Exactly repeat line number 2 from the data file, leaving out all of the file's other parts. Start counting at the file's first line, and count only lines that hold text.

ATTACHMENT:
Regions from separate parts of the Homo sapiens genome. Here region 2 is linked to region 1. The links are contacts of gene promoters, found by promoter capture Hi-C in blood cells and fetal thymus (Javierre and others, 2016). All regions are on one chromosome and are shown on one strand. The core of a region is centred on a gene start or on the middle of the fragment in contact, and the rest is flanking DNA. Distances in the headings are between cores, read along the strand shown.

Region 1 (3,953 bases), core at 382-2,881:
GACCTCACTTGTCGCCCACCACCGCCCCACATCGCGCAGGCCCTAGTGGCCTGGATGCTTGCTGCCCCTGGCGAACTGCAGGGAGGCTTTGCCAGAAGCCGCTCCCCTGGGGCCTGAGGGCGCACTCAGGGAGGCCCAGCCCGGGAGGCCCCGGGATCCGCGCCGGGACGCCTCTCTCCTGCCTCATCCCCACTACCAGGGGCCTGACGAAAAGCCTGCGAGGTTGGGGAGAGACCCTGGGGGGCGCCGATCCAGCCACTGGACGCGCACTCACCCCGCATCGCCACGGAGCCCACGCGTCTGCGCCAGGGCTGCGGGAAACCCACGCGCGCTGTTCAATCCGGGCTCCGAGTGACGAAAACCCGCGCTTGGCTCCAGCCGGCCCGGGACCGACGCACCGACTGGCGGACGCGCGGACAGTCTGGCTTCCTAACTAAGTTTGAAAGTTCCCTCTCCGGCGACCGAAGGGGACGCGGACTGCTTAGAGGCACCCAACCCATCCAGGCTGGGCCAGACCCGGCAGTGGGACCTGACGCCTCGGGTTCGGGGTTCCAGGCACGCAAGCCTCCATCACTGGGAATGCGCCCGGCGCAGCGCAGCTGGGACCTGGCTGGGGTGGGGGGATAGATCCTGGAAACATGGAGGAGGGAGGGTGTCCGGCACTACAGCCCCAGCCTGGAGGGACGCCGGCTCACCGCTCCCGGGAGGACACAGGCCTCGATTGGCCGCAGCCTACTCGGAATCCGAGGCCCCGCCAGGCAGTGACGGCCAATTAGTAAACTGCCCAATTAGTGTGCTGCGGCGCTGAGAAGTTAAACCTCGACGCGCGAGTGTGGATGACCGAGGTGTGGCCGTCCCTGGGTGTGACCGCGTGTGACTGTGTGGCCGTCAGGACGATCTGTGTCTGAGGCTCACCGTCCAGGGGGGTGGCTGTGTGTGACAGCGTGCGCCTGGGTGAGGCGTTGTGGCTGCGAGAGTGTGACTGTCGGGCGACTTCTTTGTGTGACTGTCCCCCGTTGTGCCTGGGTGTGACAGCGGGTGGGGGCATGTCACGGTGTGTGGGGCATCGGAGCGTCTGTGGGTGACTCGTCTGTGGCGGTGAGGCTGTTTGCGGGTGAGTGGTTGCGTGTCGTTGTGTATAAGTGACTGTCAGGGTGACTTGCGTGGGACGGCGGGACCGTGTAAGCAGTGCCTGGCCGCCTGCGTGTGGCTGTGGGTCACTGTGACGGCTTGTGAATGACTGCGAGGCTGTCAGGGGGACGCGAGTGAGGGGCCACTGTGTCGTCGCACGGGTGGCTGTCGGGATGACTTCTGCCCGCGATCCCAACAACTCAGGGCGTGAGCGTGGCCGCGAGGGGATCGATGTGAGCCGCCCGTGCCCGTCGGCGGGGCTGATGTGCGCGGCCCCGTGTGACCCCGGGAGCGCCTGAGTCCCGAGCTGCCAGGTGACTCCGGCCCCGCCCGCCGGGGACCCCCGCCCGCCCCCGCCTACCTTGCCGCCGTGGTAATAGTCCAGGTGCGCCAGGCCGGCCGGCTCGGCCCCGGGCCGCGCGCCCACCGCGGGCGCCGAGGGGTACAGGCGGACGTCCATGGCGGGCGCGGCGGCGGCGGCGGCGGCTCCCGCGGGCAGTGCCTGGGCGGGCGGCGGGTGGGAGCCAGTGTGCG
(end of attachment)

Region 1 (3,953 bases), core at 382-2,881: